Cost. While group plans in theory offer lower prices than individual plans, many small business owners still find the premium costs too high. Additionally, coverage costs can vary year-to-year, especially for companies that employ workers with consistent health problems, as insurers can raise prices if spending exceeds expectations in a given time period. Minimum requirements. Business owners interested in a group plan often must meet minimum contribution and employee participation rates to be eligible (e.g. an insurer could have the policy that 75% of all eligible employees must be enrolled in the plan—though it can vary by state). Small business owners with only a handful of employees often cannot get enough buy-in from their staff (due to high costs) to elect to use a group plan. Lack of flexibility. From an employee’s perspective, they don’t have much choice in selecting a plan, and either must enroll in the one their employer has selected for them, or choose from a limited range of options the employer approves.
Individual Health Insurance
|WHAT IT IS||In this model, you as the business owner encourage your workers to purchase insurance on their own. To reduce costs for your workers, you can offer defined contribution plans in conjunction with individual insurance, such as a Health Reimbursement Arrangement/Account (HRA) or a Healthcare Reimbursement Plan (HRP), outlined in the table below.|
|HOW TO ACCESS||Healthcare.gov federal or state-run exchanges, private insurance exchanges, or an individual insurer.|
|BEST SUITED FOR||Business owners who cannot afford or are ineligible for group coverage, and/or do not have the in-house capacity to administer a group plan.|
Flexibility. Unlike group or employer-sponsored insurance, this isn’t a one-size-fits-all approach. Individual insurance allows workers to select their own plans based on their desired monthly payments and the level of coverage they need. Mobility. With individual coverage, your employees know they have the freedom to keep their insurance if they leave their job for any reason.
Perception. Many current and potential employees associate a good job with employer-sponsored health insurance. Putting the onus on the employee to obtain coverage with individual insurance can sometimes be enough to deter talented workers for whom an employee-sponsored plan is a must-have. Cost. Unfortunately, rates for individual insurance remain high. If your business can’t offer HRA or HRP options to offset insurance costs and medical expenses, some employees will elect to go without coverage and face penalty fees, or purchase poor-quality plans that require more out-of-pocket spending.
Defined Contribution Health Plans (DCHPS)
|WHAT THEY ARE||DCHPs (sometimes called “Section 105 plans”) are funds that are set aside, tax free, which your business makes available to your employees to pay for certain medical expenses. The plans can come in different forms, including Health Reimbursement Arrangements (also called Health Reimbursement Accounts, or HRAs), the more recently developed Healthcare Reimbursement Plans (HRPs), Medical Expense Reimbursement Plans (MERPs), or Medical Reimbursement Plans (MRPs). While the terminology (and acronyms) can get confusing, there are many resources out there that can help you decipher the differences (for starters, Zane Benefits has some helpful resources). DCHPs are paid for solely by you, business owners, unlike HSAs to which employees contribute. Rather than an actual savings account, a DCHP is essentially an agreement between you and your employees: you promise to reimburse your employee for out-of-pocket health expenses and premium fees as they arise, within a certain limit each year.|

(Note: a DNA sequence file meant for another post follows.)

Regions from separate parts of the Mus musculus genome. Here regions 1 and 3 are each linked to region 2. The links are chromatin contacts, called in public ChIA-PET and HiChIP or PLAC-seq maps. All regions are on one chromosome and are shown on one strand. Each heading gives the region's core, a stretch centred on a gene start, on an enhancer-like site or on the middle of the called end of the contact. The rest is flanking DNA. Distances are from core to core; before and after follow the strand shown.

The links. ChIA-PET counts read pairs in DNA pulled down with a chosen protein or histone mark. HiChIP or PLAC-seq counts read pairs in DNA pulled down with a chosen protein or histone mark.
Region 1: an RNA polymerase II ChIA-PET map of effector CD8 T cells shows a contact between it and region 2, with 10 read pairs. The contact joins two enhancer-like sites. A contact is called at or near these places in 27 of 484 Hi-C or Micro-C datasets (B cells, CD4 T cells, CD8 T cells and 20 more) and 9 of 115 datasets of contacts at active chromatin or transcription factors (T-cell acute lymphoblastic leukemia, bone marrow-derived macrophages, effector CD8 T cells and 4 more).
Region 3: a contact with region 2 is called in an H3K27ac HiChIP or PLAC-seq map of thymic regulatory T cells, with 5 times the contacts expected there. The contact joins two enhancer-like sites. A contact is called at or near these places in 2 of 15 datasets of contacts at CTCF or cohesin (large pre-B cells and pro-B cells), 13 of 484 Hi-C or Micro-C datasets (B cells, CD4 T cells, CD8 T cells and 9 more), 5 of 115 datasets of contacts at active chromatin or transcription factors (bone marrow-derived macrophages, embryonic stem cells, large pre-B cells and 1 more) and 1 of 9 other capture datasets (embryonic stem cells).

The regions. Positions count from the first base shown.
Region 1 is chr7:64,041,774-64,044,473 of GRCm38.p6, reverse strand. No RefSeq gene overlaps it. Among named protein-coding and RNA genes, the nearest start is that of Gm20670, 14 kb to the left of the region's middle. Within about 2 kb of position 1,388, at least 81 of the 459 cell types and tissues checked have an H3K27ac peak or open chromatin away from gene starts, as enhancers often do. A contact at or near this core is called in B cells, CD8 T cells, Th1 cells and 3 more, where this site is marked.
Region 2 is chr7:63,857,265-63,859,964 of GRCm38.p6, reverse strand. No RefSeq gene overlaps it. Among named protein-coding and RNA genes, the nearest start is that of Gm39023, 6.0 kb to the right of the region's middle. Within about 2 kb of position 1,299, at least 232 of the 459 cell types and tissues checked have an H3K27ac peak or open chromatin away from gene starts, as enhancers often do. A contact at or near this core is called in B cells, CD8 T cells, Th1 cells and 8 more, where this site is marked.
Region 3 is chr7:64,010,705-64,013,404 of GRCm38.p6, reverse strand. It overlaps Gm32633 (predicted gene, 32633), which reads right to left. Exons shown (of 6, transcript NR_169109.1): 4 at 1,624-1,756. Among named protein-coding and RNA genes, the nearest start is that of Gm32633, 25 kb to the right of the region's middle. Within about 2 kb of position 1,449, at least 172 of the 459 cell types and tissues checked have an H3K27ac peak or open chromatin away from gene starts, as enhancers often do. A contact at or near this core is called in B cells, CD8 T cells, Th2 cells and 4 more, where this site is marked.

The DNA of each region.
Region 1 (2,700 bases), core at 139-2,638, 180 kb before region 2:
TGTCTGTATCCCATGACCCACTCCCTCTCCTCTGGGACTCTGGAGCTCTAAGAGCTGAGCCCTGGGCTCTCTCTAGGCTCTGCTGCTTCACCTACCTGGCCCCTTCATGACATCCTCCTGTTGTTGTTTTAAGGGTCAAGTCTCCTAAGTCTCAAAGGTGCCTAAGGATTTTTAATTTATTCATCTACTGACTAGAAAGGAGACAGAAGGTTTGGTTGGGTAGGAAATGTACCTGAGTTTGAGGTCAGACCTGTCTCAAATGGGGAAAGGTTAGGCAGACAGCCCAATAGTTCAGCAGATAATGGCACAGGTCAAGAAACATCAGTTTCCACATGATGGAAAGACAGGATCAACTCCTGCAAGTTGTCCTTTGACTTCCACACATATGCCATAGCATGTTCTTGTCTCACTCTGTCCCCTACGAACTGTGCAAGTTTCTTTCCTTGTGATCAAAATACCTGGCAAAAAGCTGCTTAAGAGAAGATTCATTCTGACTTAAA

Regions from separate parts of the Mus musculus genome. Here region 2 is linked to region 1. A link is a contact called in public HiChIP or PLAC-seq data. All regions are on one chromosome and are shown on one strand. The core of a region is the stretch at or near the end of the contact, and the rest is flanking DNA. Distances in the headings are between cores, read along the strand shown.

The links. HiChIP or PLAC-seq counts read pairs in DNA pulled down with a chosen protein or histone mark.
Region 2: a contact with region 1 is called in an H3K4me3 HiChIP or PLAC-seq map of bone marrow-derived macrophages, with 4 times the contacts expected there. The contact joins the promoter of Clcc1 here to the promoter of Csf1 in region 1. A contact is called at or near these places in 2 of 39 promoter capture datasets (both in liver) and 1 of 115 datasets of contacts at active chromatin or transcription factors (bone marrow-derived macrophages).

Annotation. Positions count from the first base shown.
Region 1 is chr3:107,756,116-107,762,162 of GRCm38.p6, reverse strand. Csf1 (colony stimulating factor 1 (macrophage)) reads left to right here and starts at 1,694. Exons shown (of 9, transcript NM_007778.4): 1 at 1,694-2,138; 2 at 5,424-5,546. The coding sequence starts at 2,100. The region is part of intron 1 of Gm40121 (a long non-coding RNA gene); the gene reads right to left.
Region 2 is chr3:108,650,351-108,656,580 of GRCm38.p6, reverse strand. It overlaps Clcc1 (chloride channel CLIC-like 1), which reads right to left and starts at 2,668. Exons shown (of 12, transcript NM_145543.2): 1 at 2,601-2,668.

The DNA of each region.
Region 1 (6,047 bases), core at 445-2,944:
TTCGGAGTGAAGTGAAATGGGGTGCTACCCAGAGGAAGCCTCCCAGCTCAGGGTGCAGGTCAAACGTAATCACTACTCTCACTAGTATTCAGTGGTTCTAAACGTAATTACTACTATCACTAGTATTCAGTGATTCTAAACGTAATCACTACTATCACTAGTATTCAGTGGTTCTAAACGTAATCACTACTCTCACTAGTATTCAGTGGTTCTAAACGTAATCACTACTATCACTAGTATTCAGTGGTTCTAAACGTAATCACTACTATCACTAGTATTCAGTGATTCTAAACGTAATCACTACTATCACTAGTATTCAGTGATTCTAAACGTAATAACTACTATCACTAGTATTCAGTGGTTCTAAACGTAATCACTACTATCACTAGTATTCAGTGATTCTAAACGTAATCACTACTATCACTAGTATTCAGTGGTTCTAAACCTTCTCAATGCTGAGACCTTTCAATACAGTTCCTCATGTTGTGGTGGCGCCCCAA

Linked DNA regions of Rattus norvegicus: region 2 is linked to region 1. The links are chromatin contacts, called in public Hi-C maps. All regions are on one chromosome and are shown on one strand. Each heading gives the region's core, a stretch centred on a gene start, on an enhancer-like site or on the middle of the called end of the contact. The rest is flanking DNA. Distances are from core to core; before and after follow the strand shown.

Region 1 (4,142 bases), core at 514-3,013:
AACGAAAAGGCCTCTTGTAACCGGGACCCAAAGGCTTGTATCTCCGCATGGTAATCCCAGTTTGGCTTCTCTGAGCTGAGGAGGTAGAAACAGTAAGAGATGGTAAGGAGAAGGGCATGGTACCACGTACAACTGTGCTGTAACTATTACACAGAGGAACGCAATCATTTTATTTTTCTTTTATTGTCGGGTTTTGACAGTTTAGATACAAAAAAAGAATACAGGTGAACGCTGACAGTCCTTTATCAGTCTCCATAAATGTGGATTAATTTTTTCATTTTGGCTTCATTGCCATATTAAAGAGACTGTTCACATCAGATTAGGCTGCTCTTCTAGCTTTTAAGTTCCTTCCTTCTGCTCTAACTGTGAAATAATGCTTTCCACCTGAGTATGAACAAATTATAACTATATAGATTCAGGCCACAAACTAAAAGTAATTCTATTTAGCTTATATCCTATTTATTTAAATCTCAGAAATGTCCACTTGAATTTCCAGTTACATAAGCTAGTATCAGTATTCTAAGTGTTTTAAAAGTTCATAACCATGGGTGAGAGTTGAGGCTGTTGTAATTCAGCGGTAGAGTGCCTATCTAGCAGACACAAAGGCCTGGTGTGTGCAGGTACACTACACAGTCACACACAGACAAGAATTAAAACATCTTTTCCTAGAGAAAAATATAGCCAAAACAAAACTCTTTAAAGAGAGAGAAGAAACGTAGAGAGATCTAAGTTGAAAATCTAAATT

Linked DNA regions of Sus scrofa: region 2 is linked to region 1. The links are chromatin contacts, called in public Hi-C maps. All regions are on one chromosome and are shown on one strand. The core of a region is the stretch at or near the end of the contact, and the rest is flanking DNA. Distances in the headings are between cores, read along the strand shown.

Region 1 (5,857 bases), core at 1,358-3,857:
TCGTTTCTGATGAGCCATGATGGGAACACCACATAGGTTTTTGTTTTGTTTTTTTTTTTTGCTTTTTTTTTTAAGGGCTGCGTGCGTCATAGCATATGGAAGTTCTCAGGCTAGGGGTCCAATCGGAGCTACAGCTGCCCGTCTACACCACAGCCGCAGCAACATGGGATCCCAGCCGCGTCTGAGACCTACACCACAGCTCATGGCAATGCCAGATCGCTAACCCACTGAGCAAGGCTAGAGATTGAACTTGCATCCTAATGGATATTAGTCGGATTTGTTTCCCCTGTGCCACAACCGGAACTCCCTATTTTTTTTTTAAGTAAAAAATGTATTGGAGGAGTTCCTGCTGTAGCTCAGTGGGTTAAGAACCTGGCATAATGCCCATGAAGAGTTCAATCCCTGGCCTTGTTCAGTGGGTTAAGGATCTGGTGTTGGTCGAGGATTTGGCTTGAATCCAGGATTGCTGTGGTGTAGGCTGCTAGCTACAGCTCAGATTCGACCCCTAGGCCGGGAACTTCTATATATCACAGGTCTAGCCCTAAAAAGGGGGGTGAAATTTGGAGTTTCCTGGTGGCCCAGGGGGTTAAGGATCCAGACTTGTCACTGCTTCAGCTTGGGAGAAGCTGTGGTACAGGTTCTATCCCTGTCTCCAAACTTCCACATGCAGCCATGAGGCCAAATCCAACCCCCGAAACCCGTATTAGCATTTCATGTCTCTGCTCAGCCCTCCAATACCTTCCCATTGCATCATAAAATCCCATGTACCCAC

|HOW TO ACCESS||Talk to an HR professional or utilize benefits administration software, as these arrangements can be legally and administratively complicated. For more on how these platforms can help your business, see the section on technology solutions below.|
|BEST SUITED FOR||Business owners who cannot afford or are ineligible for group coverage, and/or do not have the in-house capacity to administer a group plan. Some plans, like Qualified Small Employer HRAs, are only available to businesses with fewer than 50 full-time equivalent employees.|
|ADVANTAGES||Cost control. You can decide how much you want to contribute toward your employees’ healthcare costs each year, rather than dealing with potential (and sometimes unpredictable) cost changes with group plans. Savings. A DCHP can save your business money by ensuring that you only pay for services and treatments employees use. Tax benefits. Contributions are tax-deductible to business owners, and tax-free to employees.|
|DISADVANTAGES||Legal complexity. With the passage of the ACA, HRA plans have had to adapt to stay compliant, causing some confusion among business owners. DCHPs are also subject to additional federal regulations like HIPAA and ERISA, and sometimes other state and local laws. In San Francisco, for example, the citywide “Health Care Security Ordinance” set strict laws regarding minimum employer contributions toward employee health insurance costs, including reimbursement plans. Higher upfront costs for employees. DCHPs put the burden of upfront costs on your workers. While saving your business money, the plans are designed to make your employees more cost-conscious in their healthcare choices, the idea being that if they have to pay for expenses out-of-pocket, they will choose less expensive plans, services, and medications.|